Credit card offers, they’re everywhere! They appear in your mailbox. They pop up while you’re surfing the Internet. They’re in slick brochures next to the cash register or gas pump. They’re in full-page ads in the Sunday papers.
If you need a new credit card, how do you choose? You should evaluate each offer carefully, and to do that you must understand these essential terms.
Annual Percentage Rate (APR):
The interest rate charged on your account balance. (But see “Balance Calculation Methods,” because the rules for computing interest from your balance and your APR can vary.) Your statement will usually show the APR and a monthly and/or daily rate based on the APR that’s actually used to calculate your monthly interest. There may be several APRs applicable to different portions of your balance, for example an introductory rate, a regular purchase rate, and a regular cash advance rate.
A fixed APR is set by the credit card company, which can generally change it with as little as 15 days advance notice, especially if you run afoul of any of the “gotchas” in the terms. These “gotchas” are often very consumer-unfriendly. For example, many companies these days reserve the right to raise your rate if you’ve been late on a payment to another, unrelated company.
A variable APR is tied to some widely used economic index, such as the Prime Rate. It may be stated as “prime + x%, currently y%,” for example “prime + 7%, currently 13.5%.” This means that when the Prime Rate is 6.5%, your APR is 13.5%. When the Prime Rate goes up or down, so does your APR. But beware, because some of the same “gotchas” apply to variable APRs as to fixed APRs. Read the fine print. It may state that if you’re late with one payment, your APR will no longer be variable but will rise to an exorbitant fixed rate, usually over 20%.
The penalty APR is the rate to which your APR will immediately be raised when you violate any of the “gotchas” in the terms. This rate is usually at least 50% higher than the regular APR. Again, be sure to read the fine print to see what situations will trigger the penalty APR. You’ll often see these: failure to pay this or any other account on time, exceeding your credit limit on this or any other account, excessive credit balances on your accounts in aggregate.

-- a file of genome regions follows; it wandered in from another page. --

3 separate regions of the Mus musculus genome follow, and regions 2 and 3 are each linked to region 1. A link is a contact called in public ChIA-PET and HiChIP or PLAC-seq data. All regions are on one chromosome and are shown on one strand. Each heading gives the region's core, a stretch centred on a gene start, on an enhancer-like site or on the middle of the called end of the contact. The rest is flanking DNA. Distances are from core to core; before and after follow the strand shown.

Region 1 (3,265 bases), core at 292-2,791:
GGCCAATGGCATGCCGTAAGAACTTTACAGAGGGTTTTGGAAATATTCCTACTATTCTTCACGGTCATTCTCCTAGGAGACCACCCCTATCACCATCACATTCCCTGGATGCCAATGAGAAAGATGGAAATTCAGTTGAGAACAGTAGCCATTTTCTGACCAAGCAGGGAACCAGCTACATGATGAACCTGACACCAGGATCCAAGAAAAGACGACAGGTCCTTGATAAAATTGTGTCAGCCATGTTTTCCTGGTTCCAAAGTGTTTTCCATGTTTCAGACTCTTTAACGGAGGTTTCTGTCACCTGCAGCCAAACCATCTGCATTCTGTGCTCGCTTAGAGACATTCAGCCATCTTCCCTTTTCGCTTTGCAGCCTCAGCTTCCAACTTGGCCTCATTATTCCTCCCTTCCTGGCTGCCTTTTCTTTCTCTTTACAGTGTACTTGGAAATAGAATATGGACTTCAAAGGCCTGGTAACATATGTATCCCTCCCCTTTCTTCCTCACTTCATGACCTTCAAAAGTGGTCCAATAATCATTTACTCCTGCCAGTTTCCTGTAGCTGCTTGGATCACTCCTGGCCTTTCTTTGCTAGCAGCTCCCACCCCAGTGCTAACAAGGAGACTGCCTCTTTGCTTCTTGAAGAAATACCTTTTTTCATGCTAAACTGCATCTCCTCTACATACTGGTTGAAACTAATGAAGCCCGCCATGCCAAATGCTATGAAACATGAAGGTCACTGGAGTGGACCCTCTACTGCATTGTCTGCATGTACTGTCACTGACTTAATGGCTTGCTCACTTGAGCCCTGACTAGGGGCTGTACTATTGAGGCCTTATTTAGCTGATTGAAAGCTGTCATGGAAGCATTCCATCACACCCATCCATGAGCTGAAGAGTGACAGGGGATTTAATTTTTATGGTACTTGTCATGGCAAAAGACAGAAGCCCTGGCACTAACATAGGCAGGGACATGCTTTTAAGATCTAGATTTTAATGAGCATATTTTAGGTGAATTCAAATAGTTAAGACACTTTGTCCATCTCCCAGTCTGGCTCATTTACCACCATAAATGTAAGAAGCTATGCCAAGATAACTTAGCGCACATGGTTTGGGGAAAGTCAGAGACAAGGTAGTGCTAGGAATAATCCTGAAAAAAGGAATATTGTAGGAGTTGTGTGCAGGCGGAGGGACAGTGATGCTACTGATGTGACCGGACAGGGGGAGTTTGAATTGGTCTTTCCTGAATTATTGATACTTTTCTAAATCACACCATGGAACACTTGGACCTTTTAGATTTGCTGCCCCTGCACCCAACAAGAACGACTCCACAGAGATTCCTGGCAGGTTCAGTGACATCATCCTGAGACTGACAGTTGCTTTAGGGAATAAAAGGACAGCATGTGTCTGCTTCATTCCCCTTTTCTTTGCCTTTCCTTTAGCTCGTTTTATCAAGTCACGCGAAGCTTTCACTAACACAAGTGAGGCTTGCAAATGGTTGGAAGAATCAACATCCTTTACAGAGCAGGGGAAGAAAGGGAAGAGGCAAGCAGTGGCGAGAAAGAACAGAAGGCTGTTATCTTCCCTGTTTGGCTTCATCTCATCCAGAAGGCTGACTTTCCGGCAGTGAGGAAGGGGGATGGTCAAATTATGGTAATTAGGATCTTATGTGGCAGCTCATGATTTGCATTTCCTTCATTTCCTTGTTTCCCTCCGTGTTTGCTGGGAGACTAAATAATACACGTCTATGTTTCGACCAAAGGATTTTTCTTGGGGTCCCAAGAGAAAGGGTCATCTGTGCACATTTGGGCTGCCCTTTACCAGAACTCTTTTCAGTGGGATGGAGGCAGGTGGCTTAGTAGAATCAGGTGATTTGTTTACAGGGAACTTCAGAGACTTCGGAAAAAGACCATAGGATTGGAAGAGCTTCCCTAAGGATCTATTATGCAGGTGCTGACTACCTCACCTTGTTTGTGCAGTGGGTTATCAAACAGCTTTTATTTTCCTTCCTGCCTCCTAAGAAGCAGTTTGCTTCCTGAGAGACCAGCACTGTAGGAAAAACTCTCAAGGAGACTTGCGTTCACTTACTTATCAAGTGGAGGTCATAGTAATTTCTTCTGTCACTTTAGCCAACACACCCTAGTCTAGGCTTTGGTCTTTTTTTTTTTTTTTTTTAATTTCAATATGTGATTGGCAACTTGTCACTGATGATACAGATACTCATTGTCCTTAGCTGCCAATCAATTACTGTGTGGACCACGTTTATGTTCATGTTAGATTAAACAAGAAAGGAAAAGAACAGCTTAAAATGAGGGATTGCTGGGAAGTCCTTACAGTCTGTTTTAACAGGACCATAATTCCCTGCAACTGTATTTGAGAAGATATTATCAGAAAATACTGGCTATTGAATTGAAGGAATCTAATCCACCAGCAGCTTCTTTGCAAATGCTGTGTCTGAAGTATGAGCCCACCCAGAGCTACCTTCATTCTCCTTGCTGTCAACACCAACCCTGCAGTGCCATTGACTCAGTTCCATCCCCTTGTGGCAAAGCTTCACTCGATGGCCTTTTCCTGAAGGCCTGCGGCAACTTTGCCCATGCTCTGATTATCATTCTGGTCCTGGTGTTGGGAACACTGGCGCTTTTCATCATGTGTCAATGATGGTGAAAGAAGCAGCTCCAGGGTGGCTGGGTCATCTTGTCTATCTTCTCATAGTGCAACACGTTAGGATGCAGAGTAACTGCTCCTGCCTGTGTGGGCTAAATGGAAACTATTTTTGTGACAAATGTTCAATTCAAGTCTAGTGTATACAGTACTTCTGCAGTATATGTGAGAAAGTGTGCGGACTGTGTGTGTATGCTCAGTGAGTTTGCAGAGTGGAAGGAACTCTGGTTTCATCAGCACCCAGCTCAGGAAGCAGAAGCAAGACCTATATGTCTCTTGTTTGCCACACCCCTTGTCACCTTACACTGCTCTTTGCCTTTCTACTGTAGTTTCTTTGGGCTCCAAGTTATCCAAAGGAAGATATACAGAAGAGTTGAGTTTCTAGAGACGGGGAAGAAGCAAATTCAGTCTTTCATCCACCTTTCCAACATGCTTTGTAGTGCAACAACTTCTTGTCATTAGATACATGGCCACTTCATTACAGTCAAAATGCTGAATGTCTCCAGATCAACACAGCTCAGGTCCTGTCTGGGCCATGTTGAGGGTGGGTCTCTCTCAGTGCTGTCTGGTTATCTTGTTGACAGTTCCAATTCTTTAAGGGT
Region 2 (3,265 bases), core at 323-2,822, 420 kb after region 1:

Balance Calculation Methods:
These are important to understand, because your APR is only part of the story when it comes to calculating the interest you’ll be charged each month. The other part is how the balance is calculated to which the APR is applied. In any case the balance is multiplied by the daily or monthly interest rate. But the balance calculation is not as straightforward as you might think.
1. Two-Cycle Balance. This is the worst method from a consumer’s point of view because it can lead to the highest interest calculations. Unfortunately, it’s also becoming the most widely used method. To calculate the balance, add together the average daily balances for the current billing period (sometimes even including new charges) and the previous period. Here’s why this is so unfriendly to you. Say you have run a balance for a few months and finally pay it from $200 down to zero at the end of May. You think it’s safe to use the card in June for a new $100 purchase, and if you pay the $100 by the end of the June grace period, you won’t owe any interest on it. But you’re wrong. Since your average daily balance in May was not zero (say it was $120), and since you used the card in June, your interest will be calculated on May’s average balance again, so even if you pay the whole June purchase in June, you will still owe additional interest. In other words, you must wait two months, allow the account to cycle once with a zero balance, before it’s safe to use it again – “safe” in the sense that you won’t incur extra interest if you pay the balance in full by the end of the grace period.